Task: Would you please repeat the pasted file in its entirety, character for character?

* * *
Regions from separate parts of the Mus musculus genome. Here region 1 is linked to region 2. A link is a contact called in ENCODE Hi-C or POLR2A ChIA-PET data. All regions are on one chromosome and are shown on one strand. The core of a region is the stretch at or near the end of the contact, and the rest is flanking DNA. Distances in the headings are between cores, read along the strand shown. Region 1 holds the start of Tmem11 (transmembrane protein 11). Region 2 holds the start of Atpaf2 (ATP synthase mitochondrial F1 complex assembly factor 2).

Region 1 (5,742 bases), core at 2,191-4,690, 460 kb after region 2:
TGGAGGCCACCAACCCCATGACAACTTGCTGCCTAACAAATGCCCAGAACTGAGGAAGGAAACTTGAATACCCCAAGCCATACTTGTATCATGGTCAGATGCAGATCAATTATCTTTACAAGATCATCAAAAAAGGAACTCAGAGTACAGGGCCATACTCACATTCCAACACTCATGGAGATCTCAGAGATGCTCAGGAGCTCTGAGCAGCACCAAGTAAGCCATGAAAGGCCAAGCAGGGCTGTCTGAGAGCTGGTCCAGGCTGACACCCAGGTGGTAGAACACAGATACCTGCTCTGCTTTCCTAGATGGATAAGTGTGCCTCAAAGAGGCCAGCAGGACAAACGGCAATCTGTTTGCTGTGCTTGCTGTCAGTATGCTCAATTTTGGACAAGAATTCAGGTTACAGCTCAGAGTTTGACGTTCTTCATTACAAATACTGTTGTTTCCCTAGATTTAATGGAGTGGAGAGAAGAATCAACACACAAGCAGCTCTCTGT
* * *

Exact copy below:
Regions from separate parts of the Mus musculus genome. Here region 1 is linked to region 2. A link is a contact called in ENCODE Hi-C or POLR2A ChIA-PET data. All regions are on one chromosome and are shown on one strand. The core of a region is the stretch at or near the end of the contact, and the rest is flanking DNA. Distances in the headings are between cores, read along the strand shown. Region 1 holds the start of Tmem11 (transmembrane protein 11). Region 2 holds the start of Atpaf2 (ATP synthase mitochondrial F1 complex assembly factor 2).

Region 1 (5,742 bases), core at 2,191-4,690, 460 kb after region 2:
TGGAGGCCACCAACCCCATGACAACTTGCTGCCTAACAAATGCCCAGAACTGAGGAAGGAAACTTGAATACCCCAAGCCATACTTGTATCATGGTCAGATGCAGATCAATTATCTTTACAAGATCATCAAAAAAGGAACTCAGAGTACAGGGCCATACTCACATTCCAACACTCATGGAGATCTCAGAGATGCTCAGGAGCTCTGAGCAGCACCAAGTAAGCCATGAAAGGCCAAGCAGGGCTGTCTGAGAGCTGGTCCAGGCTGACACCCAGGTGGTAGAACACAGATACCTGCTCTGCTTTCCTAGATGGATAAGTGTGCCTCAAAGAGGCCAGCAGGACAAACGGCAATCTGTTTGCTGTGCTTGCTGTCAGTATGCTCAATTTTGGACAAGAATTCAGGTTACAGCTCAGAGTTTGACGTTCTTCATTACAAATACTGTTGTTTCCCTAGATTTAATGGAGTGGAGAGAAGAATCAACACACAAGCAGCTCTCTGT